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Real world article
(written from a Production point of view)

Joseph "Joe" Anthony Longo (7 October 19405 January 2014; age 73) was, as member of the art department, the property master on Star Trek II: The Wrath of Khan, Star Trek III: The Search for Spock, the first five seasons of Star Trek: The Next Generation and all seven seasons of Star Trek: Deep Space Nine. On The Next Generation he shared this occupation in a weekly rotation with Alan Sims. Longo was interviewed on 19 April 1993 about the props of the shows first season for the DS9 Season 1 DVD special feature "Alien Artifacts: Season One" (originally a segment from the 1993 documentary Star Trek: Deep Space Nine - Behind the Scenes). In 1996, Longo was interviewed by Syfy for the The Making of Star Trek Deep Space Nine Trials And Tribble-ations documentary.

Upon first meeting Longo, he was often perceived by his fellow Star Trek production staffers as a curmudgeon, which soon enough turned out to be a false impression as Production Illustrator John Eaves, for example, recalled upon the occasion of his passing away, "When I was hired onto DS9 for season 4, Joe was the guy I was to work with. Our first meeting was in the art department and he came across as a grumpy, old rough and tough kinda guy. I thought that I'll never make this guy happy with anything I draw. Needless to say when I took the first group of designs to the production meeting, he was overly happy. Under the rough exterior he was a real sweetheart and we became good friends right away. He had hundreds of stories of working on The Munsters and everything in between, and knew of all kinds of secrets about the Paramount lot. He was a great man and knew his craft well. I will miss him dearly and I so loved the days working with dear Joe Longo." [1]

Longo was honored by SkyBox International with an individual card entry, no. 12, in their 1993 specialty Star Trek: The Next Generation - Behind the Scenes trading card set. A source of pride, his family used SkyBox' layout design as a template for the cover of the memorial program on the occasion of his memorial services. [2]

Over the years, Longo had accumulated a considerable amount of production items stemming from his Star Trek years. Nevertheless, after his death, his next of kin decided to have his collection auctioned off and consigned the commission to Alec Peters's auction house Propworx. Peters decided to spread the sale over three auctions in 2015, as Longo's collections was augmented with those of former Star Trek visual effects supervisors Gary Hutzel and Ronald B. Moore, the first of which being the Star Trek Auction IV of 21 February 2015. [3]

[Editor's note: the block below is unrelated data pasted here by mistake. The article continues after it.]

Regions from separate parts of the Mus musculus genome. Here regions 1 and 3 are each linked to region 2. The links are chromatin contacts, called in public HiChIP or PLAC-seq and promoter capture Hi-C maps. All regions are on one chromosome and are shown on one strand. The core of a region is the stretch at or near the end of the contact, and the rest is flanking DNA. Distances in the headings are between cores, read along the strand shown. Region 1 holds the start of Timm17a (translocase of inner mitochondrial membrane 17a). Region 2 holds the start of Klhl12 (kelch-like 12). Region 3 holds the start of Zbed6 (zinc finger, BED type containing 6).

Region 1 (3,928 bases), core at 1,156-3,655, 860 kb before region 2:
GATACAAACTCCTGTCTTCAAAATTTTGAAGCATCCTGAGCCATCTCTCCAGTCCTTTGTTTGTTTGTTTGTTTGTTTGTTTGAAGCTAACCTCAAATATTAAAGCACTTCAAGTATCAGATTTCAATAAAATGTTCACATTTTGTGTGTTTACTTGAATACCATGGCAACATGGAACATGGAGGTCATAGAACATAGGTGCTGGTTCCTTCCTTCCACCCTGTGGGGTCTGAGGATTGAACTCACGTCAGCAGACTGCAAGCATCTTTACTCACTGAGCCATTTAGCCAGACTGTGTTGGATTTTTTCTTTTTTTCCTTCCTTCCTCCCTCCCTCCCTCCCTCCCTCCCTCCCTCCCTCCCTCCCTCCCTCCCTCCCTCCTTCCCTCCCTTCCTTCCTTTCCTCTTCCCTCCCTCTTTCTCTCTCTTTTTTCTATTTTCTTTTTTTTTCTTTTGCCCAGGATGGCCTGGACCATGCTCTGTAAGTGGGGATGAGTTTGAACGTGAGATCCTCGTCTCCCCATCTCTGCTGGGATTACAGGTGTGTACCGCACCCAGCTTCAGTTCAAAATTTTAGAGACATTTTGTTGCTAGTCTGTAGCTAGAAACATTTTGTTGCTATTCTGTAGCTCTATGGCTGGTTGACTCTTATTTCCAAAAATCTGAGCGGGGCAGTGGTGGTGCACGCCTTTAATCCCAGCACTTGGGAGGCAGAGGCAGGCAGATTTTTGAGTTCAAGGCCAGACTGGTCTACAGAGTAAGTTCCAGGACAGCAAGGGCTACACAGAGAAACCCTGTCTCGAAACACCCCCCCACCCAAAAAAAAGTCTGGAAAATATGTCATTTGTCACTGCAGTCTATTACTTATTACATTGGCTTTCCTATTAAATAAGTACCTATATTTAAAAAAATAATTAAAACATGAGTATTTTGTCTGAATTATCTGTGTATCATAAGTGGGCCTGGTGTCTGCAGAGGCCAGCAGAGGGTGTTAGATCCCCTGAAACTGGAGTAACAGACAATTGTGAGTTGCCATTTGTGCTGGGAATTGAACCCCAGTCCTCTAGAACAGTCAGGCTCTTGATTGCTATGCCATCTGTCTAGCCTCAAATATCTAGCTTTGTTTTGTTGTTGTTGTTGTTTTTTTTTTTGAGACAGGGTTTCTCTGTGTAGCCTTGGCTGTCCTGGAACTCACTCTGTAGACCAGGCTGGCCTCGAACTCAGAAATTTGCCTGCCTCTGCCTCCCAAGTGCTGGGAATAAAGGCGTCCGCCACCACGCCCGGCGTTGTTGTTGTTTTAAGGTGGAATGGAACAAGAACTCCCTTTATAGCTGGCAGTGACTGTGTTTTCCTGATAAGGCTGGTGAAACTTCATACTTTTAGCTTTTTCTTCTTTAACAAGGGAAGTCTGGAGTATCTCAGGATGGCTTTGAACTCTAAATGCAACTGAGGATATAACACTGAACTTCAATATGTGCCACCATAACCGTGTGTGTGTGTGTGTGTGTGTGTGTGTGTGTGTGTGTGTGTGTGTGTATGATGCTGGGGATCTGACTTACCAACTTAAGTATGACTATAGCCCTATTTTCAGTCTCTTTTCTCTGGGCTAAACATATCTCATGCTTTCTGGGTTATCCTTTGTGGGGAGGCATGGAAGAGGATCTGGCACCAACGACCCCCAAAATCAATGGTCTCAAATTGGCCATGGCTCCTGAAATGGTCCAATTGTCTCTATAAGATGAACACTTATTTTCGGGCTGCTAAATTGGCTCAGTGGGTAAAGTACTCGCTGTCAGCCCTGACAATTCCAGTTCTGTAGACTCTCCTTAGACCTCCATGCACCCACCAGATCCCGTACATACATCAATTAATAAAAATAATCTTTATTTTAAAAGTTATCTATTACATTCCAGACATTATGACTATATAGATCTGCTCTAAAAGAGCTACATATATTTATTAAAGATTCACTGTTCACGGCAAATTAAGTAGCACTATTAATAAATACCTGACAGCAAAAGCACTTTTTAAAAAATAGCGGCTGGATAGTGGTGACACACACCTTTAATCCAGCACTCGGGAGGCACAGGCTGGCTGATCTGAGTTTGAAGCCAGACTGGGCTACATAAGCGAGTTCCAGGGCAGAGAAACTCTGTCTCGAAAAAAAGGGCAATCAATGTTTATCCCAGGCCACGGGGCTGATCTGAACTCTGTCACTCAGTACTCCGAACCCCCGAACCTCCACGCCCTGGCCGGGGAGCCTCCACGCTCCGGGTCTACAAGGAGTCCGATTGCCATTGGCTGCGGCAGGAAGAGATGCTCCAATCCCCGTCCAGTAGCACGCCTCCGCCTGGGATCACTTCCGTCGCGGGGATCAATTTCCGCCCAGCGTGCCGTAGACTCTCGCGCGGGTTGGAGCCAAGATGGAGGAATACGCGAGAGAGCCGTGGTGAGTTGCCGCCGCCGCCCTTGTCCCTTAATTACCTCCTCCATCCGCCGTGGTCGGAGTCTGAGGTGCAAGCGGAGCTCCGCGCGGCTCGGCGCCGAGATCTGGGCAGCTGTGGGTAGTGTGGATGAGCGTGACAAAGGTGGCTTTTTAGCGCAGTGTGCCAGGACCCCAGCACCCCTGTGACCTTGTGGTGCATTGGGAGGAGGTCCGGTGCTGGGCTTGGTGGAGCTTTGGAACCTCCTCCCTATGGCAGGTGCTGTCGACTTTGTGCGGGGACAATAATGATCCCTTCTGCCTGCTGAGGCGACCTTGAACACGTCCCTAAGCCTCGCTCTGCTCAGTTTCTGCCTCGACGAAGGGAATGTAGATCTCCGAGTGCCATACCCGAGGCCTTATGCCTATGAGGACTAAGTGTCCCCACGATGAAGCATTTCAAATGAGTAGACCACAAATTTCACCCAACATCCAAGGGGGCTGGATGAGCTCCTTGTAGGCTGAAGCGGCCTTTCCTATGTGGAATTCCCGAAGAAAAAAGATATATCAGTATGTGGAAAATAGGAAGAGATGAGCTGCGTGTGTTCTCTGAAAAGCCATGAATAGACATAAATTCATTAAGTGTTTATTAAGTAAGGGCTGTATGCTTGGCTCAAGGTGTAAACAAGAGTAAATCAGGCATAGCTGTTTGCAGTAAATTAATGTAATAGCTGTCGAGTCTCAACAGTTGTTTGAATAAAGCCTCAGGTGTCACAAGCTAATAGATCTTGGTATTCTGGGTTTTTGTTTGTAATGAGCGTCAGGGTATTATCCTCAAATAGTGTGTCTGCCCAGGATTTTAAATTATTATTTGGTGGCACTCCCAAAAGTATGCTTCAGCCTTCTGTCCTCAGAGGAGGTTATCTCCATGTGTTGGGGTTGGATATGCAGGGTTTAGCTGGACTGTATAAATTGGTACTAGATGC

Born in Collinwood, Cleveland, Ohio to Charles and Charlene Longo, he graduated from the Van Nuys High School in 1958. Between 1962 and 1964 he served in the US Navy as aircraft carrier engineer apprentice aboard the USS Ticonderoga. After leaving the Navy in 1964, Longo started working in craft service at Universal Studios and later moved to IATSE Local 44 as prop master for Paramount Pictures.

The by Eaves mentioned 1964 CBS spoof horror television series The Munsters, was actually Longo's first gainful employment in the motion picture industry, but his start was less than auspicious as he once related to Scenic Artist Doug Drexler, "Joe told me an amusing anecdote about his first job at Universal where he started out with craft services in the 60′s. Not sure what to do with the the young Longo on his first day at work, his boss handed him a broom and told to clean up the soundstage. Joe was determined to make a good impression, and cleaned that danged stage from top to bottom. It was very dusty, and literally filled with cobwebs, but Joe made it sparkle. Unfortunately it was the Munster house, and was supposed to be dusty and full of cob webs! 40 years later and we are still laughing about it! Here’s to Joe, one of the most fun guys I got to work with!" [4](X)

Besides Star Trek, Longo was the property master on the television drama The Ordeal of Dr. Mudd (1980), Tucker's Witch (1982, starring Catherine Hicks and Alfre Woodard), and If Tomorrow Comes (1986). Prior to this he served as art department lead man on Capricorn One (1977). In 2000 he appeared in the television documentary Shooting War on which he also worked as consultant.

Other projects he worked on include Paint Your Wagon (1969), the comedy Paper Moon (1973), Coma (1978, starring Genevieve Bujold), The Jesse Owens Story (1984), Summer Rental (1985), and the television comedy A Very Brady Christmas (1988). Longo also worked on the television series Bonanza, The Munsters, Mannix, Love American Style, and Happy Days.

Longo passed away on 5 January 2014 in Yucaipa, California. He is leaving behind his wife Paula Longo, children Jill and Alexis, and grandchild Dylan Lewis. [5] [6]

Star Trek credits[]

Star Trek interviews[]

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